4. Sometimes the woman can’t even see how badly she needs help. Seeking help for psychosis symptoms is very different than seeking help for postpartum depression. Usually it is not the woman herself who seeks treatment, but the spouse/partner or family member who initiates treatment through hospitalization. After the birth of my first and during my second pregnancy, I became so ill that I couldn’t realize exactly how far gone I was. It was a gradual process, but once I reached a certain level of mania, the chaos in my brain took over and catapulted me into psychosis and it was up to those around me to find a way to bring me back. Involuntary commitment was what I needed both times.
      5. It can be difficult to admit symptoms. Some women have thoughts of harming their children, and some of them act on those violent thoughts. Stories like the one of Andrea Yates might make women afraid of reaching out for help for fear of being looked down upon by friends or family members. I was one of the lucky ones who didn’t have those intrusive thoughts, but it was still incredibly difficult for me to admit that I needed help.
      6. Although rare, there are predicting factors, and PPP can be prevented. Postpartum psychosis is much less common than postpartum depression. Although there are underlying conditions which can predispose a woman to developing postpartum psychosis, a diagnosis of bipolar disorder being the main factor, any pregnant woman is potentially at risk. Which is why we need to raise awareness around PPP the same way we are raising awareness around PPD.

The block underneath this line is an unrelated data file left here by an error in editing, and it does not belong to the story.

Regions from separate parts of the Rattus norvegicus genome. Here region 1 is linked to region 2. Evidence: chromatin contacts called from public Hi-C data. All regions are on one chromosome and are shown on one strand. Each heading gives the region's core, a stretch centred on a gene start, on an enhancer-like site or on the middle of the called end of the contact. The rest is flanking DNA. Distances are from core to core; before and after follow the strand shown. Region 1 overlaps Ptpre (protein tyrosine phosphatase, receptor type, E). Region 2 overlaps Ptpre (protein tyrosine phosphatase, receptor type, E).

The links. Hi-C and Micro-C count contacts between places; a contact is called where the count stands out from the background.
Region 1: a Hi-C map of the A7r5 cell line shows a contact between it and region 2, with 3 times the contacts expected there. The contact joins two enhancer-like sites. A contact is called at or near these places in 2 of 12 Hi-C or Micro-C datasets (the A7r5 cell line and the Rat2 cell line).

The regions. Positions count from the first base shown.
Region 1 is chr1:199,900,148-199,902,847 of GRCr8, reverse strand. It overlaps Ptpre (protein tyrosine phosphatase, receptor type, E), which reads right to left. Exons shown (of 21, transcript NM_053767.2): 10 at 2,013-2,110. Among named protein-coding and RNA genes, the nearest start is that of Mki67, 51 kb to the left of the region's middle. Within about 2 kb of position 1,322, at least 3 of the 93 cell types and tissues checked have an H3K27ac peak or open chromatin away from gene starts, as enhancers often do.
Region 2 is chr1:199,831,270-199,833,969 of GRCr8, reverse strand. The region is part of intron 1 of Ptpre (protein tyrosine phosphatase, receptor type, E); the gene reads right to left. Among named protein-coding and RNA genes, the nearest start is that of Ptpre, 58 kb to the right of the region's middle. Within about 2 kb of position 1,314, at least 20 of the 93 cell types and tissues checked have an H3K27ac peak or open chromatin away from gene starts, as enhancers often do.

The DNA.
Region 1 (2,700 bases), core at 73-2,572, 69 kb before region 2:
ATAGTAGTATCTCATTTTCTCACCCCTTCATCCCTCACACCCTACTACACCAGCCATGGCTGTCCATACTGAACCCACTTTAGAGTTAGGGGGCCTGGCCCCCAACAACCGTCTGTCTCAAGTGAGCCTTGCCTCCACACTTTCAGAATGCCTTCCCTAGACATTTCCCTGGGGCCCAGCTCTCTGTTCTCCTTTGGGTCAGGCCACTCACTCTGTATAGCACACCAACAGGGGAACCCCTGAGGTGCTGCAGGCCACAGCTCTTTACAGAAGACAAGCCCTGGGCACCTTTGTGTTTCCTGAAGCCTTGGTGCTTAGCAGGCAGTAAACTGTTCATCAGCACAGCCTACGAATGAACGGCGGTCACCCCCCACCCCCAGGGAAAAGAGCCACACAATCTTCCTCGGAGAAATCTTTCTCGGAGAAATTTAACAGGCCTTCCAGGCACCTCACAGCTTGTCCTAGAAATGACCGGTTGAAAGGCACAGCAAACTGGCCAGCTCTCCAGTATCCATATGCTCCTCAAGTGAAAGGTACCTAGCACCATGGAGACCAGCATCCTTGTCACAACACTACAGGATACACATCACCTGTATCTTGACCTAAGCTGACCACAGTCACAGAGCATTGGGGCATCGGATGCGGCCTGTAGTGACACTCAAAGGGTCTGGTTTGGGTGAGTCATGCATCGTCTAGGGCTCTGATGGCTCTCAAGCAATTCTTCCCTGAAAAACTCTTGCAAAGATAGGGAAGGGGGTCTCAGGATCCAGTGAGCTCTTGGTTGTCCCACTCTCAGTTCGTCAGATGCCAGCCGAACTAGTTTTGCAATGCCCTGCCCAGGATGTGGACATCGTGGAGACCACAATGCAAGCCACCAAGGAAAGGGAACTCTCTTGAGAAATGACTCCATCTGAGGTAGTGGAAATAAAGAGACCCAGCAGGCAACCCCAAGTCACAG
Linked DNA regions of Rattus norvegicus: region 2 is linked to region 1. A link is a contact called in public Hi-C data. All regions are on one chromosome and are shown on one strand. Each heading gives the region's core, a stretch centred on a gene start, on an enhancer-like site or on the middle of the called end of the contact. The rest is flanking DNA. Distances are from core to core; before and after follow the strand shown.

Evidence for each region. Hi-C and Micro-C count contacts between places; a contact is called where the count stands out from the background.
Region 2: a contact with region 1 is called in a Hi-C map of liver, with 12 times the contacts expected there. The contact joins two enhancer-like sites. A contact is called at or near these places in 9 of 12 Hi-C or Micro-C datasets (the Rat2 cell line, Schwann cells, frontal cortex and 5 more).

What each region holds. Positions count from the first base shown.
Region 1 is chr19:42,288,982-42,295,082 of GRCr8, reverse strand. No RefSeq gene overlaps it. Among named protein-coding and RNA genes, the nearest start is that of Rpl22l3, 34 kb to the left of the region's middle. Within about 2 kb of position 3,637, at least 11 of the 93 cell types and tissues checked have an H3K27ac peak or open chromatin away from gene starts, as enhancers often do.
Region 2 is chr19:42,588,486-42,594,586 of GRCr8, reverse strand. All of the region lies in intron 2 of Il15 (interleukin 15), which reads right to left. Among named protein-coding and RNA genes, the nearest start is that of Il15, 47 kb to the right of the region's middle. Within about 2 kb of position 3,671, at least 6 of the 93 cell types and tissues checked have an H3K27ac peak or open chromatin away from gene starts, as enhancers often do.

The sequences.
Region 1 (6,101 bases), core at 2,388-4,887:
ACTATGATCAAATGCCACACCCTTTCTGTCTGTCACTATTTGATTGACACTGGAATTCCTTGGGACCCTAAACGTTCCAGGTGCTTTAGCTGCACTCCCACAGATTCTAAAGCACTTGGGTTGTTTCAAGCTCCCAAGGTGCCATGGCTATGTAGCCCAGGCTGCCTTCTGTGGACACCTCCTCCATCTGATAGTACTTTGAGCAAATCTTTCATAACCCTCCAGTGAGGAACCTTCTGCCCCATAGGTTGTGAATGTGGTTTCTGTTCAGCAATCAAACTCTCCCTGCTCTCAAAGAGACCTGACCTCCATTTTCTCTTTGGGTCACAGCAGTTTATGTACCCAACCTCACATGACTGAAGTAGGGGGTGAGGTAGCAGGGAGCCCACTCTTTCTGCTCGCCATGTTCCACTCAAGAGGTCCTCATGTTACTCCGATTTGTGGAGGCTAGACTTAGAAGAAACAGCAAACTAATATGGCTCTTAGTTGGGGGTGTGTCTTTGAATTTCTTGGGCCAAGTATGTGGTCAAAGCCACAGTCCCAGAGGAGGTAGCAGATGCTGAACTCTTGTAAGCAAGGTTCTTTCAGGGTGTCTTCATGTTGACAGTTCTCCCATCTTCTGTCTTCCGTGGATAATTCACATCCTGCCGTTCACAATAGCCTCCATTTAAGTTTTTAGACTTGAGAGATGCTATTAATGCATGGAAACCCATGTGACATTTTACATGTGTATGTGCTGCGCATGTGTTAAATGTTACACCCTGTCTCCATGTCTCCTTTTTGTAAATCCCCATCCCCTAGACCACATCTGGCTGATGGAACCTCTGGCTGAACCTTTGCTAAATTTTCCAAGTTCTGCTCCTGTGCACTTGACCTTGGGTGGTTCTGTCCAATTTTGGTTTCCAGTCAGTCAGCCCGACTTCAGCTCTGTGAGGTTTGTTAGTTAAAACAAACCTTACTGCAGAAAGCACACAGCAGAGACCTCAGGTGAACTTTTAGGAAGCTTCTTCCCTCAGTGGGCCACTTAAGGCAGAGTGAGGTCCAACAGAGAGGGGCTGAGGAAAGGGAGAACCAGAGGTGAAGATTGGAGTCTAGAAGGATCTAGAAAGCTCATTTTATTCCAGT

7. Breastfeeding isn’t the only way to feed a newborn. I put tremendous pressure on myself to breastfeed my first child. “Breast is best” was everywhere I turned during my pregnancy and I correlated my ability to feed my child from my body with how successful I was as a new mom. Not only was this wrong, it was incredibly unhealthy. With my second child, we had a plan to bottle-fed with formula from the start, which led to a much more enjoyable postpartum period as compared to my first month of new motherhood breastfeeding my son.
      8. Moms who experience PPP are good moms, too. If I would have known that experiencing this illness was not my fault, and that there were other moms out there who also had to be hospitalized following the births of their babies, it would have been a little easier. Which is why I share my story. If even just one person finds my story and she’s able to get help sooner rather than later, it’s all worth it.

3 tips for navigating pregnancy despite a bipolar diagnosis

Navigating Pregnancy Despite Bipolar Diagnosis

3 days before my daughter arrived in 2010.

My blog turns four years old this August. Having come to this little corner of the internet for nearly four years, writing my story of how I’ve navigated pregnancy and beyond despite living with the diagnosis of Bipolar disorder type 1, I tend to get quite a few questions from my readers. The most common ones come from young women who like me, wondered how they would be able to manage their illness and still be able to care for a newborn. A newborn who would grow into a baby with many demands.